Strong narratives need strong conjunctions

‘As’ you like it

Good writing is strong, confident writing, but punchy nouns and verbs won’t move the story along without the cement of conjunctions. I often come across an instance of a weak conjunction (and not in an astrological sense) which spoils the effect of an otherwise strong sentence and can cause ambiguity or even confusion – a weak conjunction can cause an otherwise assertive sentence to snap in the middle.

There are basically three types of conjunction (coordinating, subordinating, and correlative), and the type depends on how it is being used (its role) in your sentence. An easy way to remember a list of conjunctions is to use the mnemonic FANBOYS (for, and, nor, but, or, yet, so), but there are other conjunctions, such as after, since, than, as, and because. Even the most common, the FANBOYS conjunctions, can be weak if they’re used ill-advisedly – such as using ‘for’ in a sentence such as ‘I need you to arrive early, for we need a chat before the meeting.’ This is a sentence dictated by one of my former employers thirty-odd years ago. He thought using for rather than because would elevate the language in his letter. Unfortunately, all it does is make a quite sensible sentence sound insipid.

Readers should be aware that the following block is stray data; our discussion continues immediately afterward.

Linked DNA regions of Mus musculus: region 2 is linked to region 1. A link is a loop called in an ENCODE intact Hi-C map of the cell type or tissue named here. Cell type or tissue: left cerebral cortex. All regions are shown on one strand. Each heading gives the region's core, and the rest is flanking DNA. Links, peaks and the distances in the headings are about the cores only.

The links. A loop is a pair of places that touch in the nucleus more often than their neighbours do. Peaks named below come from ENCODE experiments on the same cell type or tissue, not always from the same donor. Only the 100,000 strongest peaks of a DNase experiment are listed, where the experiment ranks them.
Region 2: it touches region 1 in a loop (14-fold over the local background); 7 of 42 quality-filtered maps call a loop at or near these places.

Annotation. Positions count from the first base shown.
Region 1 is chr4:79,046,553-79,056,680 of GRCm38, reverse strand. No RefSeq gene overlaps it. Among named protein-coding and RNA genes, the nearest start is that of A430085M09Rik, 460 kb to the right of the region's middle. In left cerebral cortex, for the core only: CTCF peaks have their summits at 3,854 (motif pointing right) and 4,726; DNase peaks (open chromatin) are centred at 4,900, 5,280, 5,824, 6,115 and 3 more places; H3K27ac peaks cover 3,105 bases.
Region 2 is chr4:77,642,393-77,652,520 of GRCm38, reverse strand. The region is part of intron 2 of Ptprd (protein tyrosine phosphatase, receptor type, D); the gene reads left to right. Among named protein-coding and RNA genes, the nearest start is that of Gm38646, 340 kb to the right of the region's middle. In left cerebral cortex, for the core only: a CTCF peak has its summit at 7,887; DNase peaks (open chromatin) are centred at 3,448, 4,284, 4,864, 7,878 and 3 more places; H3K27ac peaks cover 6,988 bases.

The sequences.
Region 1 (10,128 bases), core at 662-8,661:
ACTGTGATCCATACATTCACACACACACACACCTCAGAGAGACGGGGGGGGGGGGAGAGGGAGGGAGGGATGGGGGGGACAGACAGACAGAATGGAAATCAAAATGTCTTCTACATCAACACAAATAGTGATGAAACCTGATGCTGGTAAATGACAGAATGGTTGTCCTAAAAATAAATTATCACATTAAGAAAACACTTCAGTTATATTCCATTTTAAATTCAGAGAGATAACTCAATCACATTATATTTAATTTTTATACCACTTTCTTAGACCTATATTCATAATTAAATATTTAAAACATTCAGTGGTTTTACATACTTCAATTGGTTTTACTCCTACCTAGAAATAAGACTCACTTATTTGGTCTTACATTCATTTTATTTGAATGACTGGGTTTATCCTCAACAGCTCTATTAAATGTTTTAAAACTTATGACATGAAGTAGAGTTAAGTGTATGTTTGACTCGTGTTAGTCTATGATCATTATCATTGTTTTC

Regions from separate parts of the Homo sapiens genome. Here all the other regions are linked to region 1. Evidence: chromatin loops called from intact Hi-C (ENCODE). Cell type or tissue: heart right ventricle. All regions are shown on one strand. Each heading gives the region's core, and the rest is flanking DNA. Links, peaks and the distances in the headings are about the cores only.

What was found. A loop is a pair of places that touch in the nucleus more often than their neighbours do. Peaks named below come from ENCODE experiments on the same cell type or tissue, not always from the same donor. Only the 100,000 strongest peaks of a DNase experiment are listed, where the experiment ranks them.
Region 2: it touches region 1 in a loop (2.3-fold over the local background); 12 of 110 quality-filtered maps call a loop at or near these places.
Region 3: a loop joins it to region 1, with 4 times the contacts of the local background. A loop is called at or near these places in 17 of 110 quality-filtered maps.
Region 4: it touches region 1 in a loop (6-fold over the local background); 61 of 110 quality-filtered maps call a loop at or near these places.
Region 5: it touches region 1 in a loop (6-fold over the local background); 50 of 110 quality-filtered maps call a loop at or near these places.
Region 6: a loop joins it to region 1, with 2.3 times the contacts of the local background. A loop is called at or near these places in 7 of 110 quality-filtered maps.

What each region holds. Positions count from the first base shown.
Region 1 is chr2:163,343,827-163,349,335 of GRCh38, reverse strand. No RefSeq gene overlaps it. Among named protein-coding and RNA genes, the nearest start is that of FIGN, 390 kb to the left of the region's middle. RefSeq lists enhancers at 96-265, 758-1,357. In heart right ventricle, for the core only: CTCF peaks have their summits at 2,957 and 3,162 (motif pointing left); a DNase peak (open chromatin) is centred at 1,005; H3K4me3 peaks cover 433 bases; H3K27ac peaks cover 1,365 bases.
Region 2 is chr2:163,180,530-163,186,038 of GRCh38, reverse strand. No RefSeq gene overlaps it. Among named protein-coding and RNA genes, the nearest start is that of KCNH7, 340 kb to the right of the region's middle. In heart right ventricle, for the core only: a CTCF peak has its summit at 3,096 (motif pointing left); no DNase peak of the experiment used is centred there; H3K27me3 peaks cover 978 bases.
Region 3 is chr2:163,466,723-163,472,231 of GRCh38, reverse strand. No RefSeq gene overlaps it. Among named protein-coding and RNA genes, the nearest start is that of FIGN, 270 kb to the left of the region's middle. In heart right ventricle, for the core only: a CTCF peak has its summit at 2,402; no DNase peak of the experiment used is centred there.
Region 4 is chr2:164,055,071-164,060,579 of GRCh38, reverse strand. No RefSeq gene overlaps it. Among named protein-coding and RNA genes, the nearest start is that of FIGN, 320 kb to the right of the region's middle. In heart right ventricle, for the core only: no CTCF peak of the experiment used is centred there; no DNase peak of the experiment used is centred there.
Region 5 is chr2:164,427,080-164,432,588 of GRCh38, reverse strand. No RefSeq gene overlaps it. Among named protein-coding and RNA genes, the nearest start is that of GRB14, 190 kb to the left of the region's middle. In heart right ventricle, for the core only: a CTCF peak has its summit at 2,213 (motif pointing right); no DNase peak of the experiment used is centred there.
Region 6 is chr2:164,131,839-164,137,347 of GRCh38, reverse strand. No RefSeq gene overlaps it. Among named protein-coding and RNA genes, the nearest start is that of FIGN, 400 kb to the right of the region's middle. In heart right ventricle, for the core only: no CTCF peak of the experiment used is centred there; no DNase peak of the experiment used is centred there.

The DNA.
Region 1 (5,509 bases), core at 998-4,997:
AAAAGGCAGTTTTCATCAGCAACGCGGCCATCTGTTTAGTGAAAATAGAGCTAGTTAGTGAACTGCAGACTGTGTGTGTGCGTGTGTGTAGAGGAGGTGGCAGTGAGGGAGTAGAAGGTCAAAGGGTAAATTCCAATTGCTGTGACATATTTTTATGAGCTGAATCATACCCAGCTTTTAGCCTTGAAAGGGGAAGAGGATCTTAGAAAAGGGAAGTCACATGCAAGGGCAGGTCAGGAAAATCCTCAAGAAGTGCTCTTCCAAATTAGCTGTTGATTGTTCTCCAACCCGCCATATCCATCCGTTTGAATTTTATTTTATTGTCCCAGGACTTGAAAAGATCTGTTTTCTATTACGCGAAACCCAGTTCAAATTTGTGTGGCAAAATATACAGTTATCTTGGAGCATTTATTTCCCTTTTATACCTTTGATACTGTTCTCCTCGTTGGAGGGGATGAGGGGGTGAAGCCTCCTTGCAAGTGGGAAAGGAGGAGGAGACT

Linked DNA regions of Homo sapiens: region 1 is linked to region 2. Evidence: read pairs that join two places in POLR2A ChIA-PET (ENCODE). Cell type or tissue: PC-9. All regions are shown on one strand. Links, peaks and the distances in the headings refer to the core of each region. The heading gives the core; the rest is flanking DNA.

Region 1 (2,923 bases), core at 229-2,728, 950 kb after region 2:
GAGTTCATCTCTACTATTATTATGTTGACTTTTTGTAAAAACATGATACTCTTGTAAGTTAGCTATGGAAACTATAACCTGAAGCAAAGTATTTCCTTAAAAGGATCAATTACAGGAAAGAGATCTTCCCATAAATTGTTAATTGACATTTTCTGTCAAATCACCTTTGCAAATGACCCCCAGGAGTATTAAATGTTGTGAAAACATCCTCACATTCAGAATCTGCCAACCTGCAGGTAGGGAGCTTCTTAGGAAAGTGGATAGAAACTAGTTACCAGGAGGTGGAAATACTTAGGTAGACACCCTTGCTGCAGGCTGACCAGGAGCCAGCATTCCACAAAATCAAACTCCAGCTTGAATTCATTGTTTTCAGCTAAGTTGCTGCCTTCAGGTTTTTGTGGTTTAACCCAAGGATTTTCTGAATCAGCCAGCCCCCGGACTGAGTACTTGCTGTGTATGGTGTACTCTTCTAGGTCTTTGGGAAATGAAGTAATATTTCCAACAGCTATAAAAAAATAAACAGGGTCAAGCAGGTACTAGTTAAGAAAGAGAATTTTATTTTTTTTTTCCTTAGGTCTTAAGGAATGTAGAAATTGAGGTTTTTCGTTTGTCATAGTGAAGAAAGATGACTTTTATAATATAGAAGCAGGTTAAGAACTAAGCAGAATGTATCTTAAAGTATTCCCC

I want to talk today about one particular word I often find being substituted for because – and being used unadvisedly in other contexts – the diminutive word as.

As is a tiny little word, but it’s in the top 1,000 most used words in the English language. According to Oxford Dictionaries [‘as’, Oxford Dictionaries. Oxford University Press. (accessed via Oxford Dictionaries Online on January 11, 2023)], as can be used as a preposition, an adverb, and a conjunction – in this sentence, it is used twice as a preposition (referring to the function or character of something). Merriam-Webster and add pronoun to the list of its uses.

Let’s concentrate on the use of ‘as’ as a conjunction, in which case it can have as many as eight different roles. Staying with Oxford’s definition (cited above) it can be:

  • used to indicate that something happens during the time when something else is taking place:
    ‘Frank watched him as he ambled through the crowd’
    ‘as she grew older, she kept more to herself’
  • used to indicate by comparison the way that something happens or is done:
    ‘they can do as they wish’
    ‘she kissed him goodbye, as usual’

    • used to add or interject a comment relating to the statement of a fact:
      ‘as you can see, I didn’t go after all’
  • because; since:
    ‘I must stop now as I have to go out’
  • even though:
    ‘sweet as he is, he doesn’t pay his bills’
    ‘try as he might, he failed to pull it off’

Because as is such a common word, and has so many roles, I often find that there are many instances of the word – performing different functions – in the narrative as a whole, or even in just one sentence. One of its roles as a conjunction can be to indicate simultaneity or causality. Simultaneity is not usually a problem, as long as ‘as’ is at the beginning of the sentence, so

  • ‘as it got colder, she shivered.’